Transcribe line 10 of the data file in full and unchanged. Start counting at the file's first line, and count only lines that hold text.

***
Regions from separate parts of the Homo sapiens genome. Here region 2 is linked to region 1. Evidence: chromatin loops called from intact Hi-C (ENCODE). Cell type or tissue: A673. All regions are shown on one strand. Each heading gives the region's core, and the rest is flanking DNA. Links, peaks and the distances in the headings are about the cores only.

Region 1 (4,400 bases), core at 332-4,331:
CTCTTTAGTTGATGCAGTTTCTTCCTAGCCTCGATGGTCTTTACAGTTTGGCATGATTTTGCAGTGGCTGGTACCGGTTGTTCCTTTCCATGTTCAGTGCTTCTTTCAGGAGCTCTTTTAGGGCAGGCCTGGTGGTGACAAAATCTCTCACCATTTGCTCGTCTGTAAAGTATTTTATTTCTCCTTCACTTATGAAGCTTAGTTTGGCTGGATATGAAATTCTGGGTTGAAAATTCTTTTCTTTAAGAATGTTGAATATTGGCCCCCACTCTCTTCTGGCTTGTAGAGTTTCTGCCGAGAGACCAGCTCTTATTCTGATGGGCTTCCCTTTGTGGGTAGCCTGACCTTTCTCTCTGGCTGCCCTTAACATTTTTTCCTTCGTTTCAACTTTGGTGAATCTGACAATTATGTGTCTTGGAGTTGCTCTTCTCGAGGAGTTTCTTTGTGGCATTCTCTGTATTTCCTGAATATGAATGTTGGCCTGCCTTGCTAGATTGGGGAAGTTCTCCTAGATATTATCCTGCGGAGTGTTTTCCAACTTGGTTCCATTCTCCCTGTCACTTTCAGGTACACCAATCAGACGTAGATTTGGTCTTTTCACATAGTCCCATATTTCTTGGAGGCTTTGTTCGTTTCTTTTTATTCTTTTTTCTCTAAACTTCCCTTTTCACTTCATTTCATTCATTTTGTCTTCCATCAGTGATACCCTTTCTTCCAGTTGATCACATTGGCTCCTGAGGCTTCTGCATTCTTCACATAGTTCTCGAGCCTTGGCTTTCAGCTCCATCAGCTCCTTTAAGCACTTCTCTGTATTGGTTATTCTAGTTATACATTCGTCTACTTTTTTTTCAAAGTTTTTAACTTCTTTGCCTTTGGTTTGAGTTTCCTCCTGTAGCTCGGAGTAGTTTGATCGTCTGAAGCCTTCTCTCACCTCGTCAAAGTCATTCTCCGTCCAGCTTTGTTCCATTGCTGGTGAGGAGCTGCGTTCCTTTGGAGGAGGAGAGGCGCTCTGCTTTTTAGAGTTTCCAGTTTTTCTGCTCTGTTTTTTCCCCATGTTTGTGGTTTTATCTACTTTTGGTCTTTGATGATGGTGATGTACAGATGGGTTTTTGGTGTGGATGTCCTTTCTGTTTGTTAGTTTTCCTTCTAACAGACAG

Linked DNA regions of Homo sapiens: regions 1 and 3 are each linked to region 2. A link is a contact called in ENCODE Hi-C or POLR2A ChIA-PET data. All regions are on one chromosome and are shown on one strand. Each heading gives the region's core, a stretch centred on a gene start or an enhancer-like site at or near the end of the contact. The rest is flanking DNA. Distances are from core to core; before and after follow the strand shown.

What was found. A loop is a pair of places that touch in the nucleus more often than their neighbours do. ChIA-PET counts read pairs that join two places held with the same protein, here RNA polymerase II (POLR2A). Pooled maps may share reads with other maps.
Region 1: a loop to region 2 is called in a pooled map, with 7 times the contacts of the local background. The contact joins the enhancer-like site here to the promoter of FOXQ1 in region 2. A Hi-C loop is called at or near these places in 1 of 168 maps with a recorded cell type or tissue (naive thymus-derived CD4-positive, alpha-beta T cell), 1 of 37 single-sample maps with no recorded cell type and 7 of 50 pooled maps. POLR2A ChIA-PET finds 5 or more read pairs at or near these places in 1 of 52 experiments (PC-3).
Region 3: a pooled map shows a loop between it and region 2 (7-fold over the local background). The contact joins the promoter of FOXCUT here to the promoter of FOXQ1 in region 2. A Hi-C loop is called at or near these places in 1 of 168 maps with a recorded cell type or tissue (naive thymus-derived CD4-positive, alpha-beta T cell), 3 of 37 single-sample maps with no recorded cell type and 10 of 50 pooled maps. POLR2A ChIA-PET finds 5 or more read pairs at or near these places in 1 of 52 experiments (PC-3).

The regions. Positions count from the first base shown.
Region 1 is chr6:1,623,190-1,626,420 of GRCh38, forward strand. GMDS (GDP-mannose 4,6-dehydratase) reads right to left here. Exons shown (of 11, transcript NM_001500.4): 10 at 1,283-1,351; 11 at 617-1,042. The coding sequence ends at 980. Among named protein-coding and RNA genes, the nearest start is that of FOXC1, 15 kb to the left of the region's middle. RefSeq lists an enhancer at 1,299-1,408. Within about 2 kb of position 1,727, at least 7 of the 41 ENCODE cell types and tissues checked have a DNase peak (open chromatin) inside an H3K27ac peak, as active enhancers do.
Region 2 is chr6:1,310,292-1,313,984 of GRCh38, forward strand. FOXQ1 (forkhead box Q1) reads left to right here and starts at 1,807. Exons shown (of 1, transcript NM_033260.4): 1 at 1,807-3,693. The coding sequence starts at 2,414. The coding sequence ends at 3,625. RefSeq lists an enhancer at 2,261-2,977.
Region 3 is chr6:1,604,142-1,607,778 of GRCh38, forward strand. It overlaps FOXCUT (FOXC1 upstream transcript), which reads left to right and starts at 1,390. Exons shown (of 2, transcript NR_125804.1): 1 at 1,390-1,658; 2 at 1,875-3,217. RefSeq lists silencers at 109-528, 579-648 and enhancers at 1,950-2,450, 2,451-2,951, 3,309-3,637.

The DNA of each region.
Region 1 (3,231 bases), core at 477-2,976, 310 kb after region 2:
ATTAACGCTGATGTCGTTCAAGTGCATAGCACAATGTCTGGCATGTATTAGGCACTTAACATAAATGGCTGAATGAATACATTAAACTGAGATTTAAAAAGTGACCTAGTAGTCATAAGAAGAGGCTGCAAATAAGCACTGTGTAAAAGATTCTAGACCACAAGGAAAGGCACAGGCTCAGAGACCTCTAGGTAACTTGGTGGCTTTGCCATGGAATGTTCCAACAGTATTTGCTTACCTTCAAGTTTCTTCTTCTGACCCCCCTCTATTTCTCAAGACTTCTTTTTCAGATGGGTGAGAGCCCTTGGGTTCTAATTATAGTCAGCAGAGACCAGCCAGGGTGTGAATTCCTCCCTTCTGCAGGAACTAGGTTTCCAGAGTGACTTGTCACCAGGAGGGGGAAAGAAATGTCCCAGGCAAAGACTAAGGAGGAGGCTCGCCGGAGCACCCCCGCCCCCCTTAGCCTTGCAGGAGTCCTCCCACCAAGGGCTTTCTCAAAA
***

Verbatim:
Region 2 is chr6:1,310,292-1,313,984 of GRCh38, forward strand. FOXQ1 (forkhead box Q1) reads left to right here and starts at 1,807. Exons shown (of 1, transcript NM_033260.4): 1 at 1,807-3,693. The coding sequence starts at 2,414. The coding sequence ends at 3,625. RefSeq lists an enhancer at 2,261-2,977.